In italki you can book and manage face-to-face lessons with professional or amateur Japanese (or other languages) teachers. The website offers convenient scheduling and profiling tools, but less chatting functionality. Once you have found a teacher that you think suits your needs, you make an appointment. During the following skype (or other video chatting software) sessions, you can basically do, whatever you both find suitable for learning Japanese. When you feel uncomfortable with your teacher, or do not agree with his/her approach, you just make an appointment with a different teacher, next time. Lessons typically cost something between 10$ to 25$ per hour, which is defined by the teacher and is generally based on the teacher’s experience and competence. Most teachers offer free or cheap trial lessons and support pre-defined learning paths of the different textbooks on the market. But generally, what you make of your lessons is up to you.

2.) HelloTalk:
HelloTalk, on the other hand, is more of a social network optimized for language learning. The focus is much more chatting and sharing content. Moreover they implemented a convenient tool for correcting other people’s contributions, highlighting mistakes and marking correct formulations. There’s sort of a public pinboard (“Moments”), where everybody can publish text and photos with the purpose of getting feedback from others. And there’s also a friends list and a private chatting functionality. Full subscription gives you more possibilities in terms of your own profile and unlocks some additional features.

For some people HelloTalk might feel a little bit frustrating and difficult to get into direct contact with other people in the beginning. Especially when you just subscribed, are a male non-native english-speaker and are a little beyond the age of the average Japanese learner (as myself).
In my experience, what worked quite fine when starting HelloTalk, was to spend some time in the “Moments” section, getting used to the environment, commenting on and correcting some posts to “earn some credits” and the contact requests and interesting conversations will come eventually.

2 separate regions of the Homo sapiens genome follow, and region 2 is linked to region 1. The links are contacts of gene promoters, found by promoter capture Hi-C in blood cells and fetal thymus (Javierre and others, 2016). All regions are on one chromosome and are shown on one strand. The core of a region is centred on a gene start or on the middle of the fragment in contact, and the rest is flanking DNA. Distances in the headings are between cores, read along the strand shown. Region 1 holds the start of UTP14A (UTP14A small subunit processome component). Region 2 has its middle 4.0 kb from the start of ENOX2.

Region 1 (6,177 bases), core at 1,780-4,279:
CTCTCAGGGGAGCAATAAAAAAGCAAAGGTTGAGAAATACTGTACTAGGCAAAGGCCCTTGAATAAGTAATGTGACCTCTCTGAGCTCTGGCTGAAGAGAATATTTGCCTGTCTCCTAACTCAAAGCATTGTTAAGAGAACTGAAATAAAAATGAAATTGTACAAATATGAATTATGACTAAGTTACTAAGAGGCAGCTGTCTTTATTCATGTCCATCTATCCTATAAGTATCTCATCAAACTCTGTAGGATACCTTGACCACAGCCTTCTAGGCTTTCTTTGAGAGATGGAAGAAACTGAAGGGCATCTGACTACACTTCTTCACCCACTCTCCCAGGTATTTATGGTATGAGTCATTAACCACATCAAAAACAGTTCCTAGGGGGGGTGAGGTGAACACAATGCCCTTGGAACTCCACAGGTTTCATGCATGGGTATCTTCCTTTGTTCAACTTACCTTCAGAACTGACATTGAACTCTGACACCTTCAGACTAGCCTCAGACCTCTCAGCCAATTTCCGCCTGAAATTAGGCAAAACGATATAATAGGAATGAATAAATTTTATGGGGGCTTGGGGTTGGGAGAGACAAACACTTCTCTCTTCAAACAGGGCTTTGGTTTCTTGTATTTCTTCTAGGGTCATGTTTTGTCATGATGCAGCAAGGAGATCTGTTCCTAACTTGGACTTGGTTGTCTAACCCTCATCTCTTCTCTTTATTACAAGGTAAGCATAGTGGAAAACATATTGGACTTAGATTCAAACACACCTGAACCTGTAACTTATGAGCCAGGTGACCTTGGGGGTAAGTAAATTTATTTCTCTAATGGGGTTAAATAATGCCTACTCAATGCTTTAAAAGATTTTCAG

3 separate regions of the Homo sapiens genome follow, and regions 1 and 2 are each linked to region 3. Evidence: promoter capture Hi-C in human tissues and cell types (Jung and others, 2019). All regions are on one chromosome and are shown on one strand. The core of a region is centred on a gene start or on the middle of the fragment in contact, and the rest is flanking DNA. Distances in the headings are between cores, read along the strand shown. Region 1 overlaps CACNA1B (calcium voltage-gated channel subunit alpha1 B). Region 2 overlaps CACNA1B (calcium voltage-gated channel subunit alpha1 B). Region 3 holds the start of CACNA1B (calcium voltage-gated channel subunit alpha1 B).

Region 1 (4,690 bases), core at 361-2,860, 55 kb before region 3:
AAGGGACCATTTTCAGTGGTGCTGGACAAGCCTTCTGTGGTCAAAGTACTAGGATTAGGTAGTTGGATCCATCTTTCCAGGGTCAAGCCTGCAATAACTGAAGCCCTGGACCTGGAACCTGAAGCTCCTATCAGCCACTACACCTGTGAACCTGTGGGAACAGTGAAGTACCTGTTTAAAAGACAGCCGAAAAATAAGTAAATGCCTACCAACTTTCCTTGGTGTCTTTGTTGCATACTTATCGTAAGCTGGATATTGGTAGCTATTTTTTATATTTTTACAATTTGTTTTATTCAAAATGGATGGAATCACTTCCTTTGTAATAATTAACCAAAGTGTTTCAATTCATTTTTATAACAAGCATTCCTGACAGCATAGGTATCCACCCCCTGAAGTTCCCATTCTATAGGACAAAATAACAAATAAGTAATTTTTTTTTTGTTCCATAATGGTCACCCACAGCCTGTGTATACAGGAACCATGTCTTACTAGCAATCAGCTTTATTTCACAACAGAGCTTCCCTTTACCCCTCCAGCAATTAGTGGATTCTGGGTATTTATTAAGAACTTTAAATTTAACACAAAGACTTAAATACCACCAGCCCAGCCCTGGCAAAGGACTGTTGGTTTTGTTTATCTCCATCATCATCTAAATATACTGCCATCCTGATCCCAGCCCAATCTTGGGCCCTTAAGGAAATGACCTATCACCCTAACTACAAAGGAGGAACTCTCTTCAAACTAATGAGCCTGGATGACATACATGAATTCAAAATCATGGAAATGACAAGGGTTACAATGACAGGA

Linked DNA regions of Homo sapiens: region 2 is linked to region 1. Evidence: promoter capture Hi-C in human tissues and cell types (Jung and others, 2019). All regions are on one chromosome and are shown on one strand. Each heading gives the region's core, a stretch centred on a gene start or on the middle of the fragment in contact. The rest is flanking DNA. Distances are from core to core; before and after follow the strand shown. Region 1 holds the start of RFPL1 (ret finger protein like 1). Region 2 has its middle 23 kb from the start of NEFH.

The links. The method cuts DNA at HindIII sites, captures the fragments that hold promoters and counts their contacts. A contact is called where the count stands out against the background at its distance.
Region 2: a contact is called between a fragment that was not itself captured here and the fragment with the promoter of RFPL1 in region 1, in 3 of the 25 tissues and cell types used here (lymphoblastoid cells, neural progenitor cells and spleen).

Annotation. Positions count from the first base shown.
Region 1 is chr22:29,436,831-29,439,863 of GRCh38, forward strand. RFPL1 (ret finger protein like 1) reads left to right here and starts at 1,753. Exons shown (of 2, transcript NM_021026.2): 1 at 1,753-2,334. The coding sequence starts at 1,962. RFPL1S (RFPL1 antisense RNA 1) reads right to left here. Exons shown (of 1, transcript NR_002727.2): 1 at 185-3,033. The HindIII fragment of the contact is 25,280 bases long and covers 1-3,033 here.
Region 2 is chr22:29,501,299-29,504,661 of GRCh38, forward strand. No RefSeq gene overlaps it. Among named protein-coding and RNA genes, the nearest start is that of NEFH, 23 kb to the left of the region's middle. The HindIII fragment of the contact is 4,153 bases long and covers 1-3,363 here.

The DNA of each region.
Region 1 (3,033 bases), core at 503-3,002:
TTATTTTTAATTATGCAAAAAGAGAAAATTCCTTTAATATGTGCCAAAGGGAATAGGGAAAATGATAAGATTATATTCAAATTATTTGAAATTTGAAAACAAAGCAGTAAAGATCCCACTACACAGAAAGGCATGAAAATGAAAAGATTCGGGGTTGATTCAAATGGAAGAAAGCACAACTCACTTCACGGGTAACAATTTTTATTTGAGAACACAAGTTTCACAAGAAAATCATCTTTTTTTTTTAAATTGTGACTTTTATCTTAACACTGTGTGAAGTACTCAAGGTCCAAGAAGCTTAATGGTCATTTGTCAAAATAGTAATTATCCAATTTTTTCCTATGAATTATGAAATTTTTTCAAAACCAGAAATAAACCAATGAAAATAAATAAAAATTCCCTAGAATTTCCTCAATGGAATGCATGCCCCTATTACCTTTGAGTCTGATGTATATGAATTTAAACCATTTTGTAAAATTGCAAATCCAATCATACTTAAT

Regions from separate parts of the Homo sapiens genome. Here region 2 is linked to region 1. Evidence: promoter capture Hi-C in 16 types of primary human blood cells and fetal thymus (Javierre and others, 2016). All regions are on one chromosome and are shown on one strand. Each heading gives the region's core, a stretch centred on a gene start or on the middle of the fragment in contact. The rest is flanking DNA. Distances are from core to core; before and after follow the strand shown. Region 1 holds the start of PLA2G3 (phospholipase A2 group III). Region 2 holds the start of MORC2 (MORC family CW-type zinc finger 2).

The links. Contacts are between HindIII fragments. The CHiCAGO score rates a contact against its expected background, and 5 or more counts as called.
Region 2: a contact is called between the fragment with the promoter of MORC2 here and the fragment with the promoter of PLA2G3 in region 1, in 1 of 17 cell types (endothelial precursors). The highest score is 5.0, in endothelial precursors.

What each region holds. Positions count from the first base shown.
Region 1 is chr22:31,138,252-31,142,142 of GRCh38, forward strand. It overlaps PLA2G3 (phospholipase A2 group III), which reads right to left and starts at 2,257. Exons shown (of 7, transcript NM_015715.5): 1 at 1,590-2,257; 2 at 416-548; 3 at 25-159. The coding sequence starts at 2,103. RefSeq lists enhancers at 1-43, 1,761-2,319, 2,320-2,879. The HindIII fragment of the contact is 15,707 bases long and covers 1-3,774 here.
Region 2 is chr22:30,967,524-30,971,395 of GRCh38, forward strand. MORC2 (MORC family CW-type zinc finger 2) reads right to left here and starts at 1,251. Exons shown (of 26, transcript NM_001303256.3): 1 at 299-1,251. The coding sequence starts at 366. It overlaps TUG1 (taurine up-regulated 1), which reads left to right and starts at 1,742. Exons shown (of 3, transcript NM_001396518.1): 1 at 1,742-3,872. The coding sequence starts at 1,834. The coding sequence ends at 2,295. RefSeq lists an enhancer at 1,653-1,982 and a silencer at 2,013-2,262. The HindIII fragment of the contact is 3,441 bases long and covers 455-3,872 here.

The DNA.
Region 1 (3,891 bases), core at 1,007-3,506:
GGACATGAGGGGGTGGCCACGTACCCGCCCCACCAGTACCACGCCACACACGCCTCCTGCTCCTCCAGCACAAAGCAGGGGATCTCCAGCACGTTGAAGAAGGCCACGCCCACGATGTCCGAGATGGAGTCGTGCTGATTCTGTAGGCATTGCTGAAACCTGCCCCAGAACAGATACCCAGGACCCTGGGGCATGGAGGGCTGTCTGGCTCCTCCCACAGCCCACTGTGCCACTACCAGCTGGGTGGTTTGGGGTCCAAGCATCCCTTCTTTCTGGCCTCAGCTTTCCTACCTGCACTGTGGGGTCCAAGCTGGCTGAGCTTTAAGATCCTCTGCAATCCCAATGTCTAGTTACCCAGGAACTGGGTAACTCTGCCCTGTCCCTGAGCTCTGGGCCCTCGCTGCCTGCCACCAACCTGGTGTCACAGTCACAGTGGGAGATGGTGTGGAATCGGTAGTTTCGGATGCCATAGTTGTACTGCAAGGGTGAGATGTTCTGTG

To conclude this unexpectedly large post, I recommend both tools, since they are both effective and they serve completely different purposes. And I think it is never too early to start with italki, since private lessons are always a very effective conversation practice, given you find a good teacher.
However, I myself am still stuck with WK, Bunpro, Human Japanese Intermediate and Genki II, so I postponed them for when my schedule gets a little less cramped.


#12

Ok so italki is for scheduling appointments with actual tutors who I could pay to have focused discussions with in Japanese utilising the vocabulary and grammar I know, and building from that. That is completely different from hellotalk, which for me felt like multilingual twitter. The correction feature is nice but I found people either didn’t want to correct me, or corrected nearly every sentence by everyone in a group to add to their stats even if no correction was necessary (I saw people doing this in english). At this stage if my development I’ll take the former. I’ll check out italki, cheers.


#13

So I’ve finally booked one trial lesson with a teacher that know my native language. If there will be no difference, I’ll stick to English-speaking tutors because it’s easier to find one that can teach in my timezone.


#14

Just finished that trial Italki lesson! :slight_smile: It wasn’t to hard, but I was a little nervious about it.
Teacher started from basic phrases for beginners, without asking about my Japanese level. And after my greetings on English, Russian and Japanese he decided to speak on English for whatever reason. :smile:

Well, long story short, I’ve completed his list of phrases after 5 minutes and then tried to explain what I need from him to study Japanese. I said I need to compile my knowledge of grammar (Genki + Tae Kim’s guide), kanji (Wani Kani) and vocab (everything else) into phrases, sentences and conversations. Then he nodded and said that he’ll definately use that info in “future lessons”. So, eh… what I need to do next? Create some abstract topic for next lessons? No idea. :stuck_out_tongue: